How To: Audit Image RAM

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  • There are a multitude of concepts that people miss when jumping into programming, especially with a streamlined engine like Construct 2!

    Ashley and everyone else on this site really come together to help explain these concepts, but sometimes we don't realize we've missed something until it's too late.

    In the case of our team, we missed the concept of image RAM and how it affects stability of your app. We designed our first app for the iPad only to realize 90% into the project, our game crashed nonstop. This was because our images took up over 300MB in RAM! It's a miracle it even ran at all.

    So what we had to do then was audit and cut back where we could to get our app down to a reasonable size. We were able to cut it down to just under 100MB, but at the cost of image quality reductions, and the end stability still wasn't where we had wanted it.

    What I aim to do with this blog post is set people on the right path from the get go with how image RAM works and to provide you the system I used to audit my image RAM. This should help you to get a good visual overview of which of your images are wasting the most RAM and where you can cut the fat.

    You can plug in the image asset list from your exported project and the sheet will give you some nice color coded information that isn't too hard on the eyes.

    Just click the banner above or, you can click this link too:

    There is a RAM vs Storage overview before it gets to the utility itself, that should hopefully help explain how image download size and image size in RAM are not the same thing.

    In any case, I hope you find it an enjoyable and enlightening read!

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  • This explains pretty much why abd how to worry about this, and I think it is the first time that I actually saw the fact that a 512x512 = 2x256x2x256 = 4 × 256 x 256 calculation is implied, I hope people will understand after that than designing a game with oversized assets is non sense, and that compressed image is not an image by itself, and so must be fully uncompressed.

    Also it is basically a rule of thumb: the less memory you take, and the less calculations you do, the better your game will run, and the difference between good design and bad design is that a better design will do the same job with less, while a very baddly designed game will run in "theory", but will fail in practice when everything comes into play (this is also a reason why people should try to learn those things, I don t think they need to know everything about hiw it works in practice, but at least what is a better design, and for exemple inspire themselves of old games, which were far more limited).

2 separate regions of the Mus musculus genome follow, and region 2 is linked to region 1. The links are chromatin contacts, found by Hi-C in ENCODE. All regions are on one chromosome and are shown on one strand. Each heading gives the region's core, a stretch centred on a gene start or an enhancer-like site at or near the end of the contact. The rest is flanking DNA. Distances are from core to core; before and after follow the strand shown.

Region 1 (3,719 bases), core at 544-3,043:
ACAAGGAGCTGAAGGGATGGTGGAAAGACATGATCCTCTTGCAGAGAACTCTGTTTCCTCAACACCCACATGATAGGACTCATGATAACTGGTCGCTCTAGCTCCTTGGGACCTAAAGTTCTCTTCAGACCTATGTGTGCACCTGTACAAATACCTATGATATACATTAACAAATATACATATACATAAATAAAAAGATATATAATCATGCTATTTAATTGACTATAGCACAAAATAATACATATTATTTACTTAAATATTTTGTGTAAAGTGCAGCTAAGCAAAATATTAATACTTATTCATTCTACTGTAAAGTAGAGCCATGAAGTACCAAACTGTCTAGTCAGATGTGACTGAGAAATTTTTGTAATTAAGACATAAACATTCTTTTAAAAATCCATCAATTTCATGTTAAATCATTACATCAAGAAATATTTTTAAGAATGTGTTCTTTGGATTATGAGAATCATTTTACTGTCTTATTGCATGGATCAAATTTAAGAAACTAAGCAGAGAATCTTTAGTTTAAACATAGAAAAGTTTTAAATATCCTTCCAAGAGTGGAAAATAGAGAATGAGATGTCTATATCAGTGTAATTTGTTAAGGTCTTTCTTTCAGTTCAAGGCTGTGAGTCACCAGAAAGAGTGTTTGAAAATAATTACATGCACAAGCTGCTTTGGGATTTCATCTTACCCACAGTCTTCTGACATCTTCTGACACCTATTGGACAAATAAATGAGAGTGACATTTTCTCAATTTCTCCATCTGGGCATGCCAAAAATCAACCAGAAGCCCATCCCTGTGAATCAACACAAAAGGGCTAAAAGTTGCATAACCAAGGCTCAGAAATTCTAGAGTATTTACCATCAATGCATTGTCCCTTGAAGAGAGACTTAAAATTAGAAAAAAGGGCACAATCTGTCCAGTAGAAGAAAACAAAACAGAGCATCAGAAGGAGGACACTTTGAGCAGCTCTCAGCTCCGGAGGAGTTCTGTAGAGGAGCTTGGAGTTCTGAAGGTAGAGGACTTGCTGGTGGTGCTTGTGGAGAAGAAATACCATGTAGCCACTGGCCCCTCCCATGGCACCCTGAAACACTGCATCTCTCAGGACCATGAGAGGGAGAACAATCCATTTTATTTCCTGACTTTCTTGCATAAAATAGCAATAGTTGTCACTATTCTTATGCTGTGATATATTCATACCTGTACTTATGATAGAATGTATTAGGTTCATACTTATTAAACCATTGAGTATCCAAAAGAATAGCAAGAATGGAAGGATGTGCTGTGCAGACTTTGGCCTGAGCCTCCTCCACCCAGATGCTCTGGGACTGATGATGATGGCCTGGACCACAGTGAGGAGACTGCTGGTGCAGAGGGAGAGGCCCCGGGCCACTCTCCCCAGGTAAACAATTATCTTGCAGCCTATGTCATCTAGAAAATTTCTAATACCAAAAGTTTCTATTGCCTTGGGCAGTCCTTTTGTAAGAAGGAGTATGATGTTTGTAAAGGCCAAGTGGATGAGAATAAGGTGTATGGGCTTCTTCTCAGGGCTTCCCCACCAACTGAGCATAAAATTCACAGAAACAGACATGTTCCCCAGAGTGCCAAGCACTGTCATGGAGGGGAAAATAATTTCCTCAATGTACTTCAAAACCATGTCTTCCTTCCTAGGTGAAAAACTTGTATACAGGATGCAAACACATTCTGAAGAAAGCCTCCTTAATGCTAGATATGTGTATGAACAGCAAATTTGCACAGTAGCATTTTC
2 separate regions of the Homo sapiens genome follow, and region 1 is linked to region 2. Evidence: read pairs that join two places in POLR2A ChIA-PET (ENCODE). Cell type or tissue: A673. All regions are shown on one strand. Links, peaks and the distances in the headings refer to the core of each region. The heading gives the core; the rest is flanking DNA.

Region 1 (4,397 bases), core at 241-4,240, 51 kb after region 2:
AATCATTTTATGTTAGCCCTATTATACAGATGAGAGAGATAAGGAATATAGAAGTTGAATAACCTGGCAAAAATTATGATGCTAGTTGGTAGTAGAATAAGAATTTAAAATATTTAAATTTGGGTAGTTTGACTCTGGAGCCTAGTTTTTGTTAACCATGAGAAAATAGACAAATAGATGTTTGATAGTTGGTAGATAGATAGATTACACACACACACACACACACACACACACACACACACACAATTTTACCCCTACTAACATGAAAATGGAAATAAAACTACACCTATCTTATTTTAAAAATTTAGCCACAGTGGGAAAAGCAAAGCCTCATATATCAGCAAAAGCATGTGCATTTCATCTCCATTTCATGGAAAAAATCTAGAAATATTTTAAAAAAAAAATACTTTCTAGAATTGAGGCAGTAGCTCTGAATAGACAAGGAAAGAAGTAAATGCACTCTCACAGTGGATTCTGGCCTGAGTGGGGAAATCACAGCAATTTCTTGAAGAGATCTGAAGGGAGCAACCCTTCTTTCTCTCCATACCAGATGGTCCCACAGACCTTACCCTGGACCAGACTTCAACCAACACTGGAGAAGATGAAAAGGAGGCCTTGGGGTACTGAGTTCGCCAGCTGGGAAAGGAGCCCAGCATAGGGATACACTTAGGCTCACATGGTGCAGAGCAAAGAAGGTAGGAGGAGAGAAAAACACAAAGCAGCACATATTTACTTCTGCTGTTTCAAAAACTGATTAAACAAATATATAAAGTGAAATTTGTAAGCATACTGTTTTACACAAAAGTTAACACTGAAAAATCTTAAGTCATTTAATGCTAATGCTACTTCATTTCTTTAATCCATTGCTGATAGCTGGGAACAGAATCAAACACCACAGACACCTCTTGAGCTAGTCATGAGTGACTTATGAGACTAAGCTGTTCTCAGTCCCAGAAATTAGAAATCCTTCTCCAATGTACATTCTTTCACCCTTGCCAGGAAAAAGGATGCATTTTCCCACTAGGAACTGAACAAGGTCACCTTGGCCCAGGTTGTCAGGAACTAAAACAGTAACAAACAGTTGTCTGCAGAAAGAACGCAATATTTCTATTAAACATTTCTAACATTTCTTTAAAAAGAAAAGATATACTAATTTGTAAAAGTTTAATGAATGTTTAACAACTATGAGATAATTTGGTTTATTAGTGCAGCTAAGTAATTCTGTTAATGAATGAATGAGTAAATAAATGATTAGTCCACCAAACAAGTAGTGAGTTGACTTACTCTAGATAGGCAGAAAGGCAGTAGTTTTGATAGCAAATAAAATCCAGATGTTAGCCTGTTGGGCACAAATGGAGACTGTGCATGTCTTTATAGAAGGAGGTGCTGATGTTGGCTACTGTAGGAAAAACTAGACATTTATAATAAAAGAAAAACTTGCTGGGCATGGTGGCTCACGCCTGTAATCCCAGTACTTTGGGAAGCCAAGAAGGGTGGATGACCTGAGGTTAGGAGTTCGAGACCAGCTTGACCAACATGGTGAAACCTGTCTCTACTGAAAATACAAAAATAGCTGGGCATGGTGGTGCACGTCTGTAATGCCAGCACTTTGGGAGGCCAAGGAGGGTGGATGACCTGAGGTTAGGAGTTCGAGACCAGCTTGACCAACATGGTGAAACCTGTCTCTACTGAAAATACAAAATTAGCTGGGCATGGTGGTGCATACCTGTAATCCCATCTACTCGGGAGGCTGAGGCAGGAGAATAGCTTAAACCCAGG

• You can also use a single assets layout in C2 and throw all images and animated sprites on there, C2's estimate is quite accurate if you have all assets on one layout.

    Otherwise its good to know that a 512 x 512 frame = 512 x 512 x 4 bytes = 1MB in memory. 256 x 256 x 4 = 262kB in memory etc.

    The worse thing you can do is have a image that is only a bit larger than the texture size, ie. you have a 550 x 530 image. It's actually 1024 x 1024 x 4 = 4MB in memory!

    When I was working on my first game, the screen res was 1280 x 720p so I made a lot of BGs to fit that exactly.. not good. Each BG image is 2048 x 2048 x 4 = 16MB in memory. It wasn't funny.

  • Thanks for reading through and providing feedback!

    We had made the same mistake as well with BGs taking up waaay too much space, and by the time we realized, it was too late. We elected to reduce BG size rather than recreate them all using different techniques. It wasn't funny for us either

    I'm still expanding my knowledge on the whole RAM thing, and am curious about the different image compression in RAM techniques that I didn't know existed at the time of writing the post. If C2 could leverage PVRTC and like methods on a broader scale, it could drastically improve the performance of all games. C2 does some RAM magic on export, but from what I've read the criteria the image has to meet is narrow, so most are rendered 32-bit, and from what I remember I think it doesn't go lower than 16-bit. I'd be interested in being able to get images from 32bpp to 2bpp, taking up 1/16 the space in RAM, especially since most of our artwork is cartoony and would not suffer from lossy compression methods like a photo would.

    That said, I know there isn't a standard compression method across platforms, and those images would have to meet a narrow criteria across the board to be utilized in RAM that way, so it wouldn't be an easy implementation. Fun idea to entertain though.

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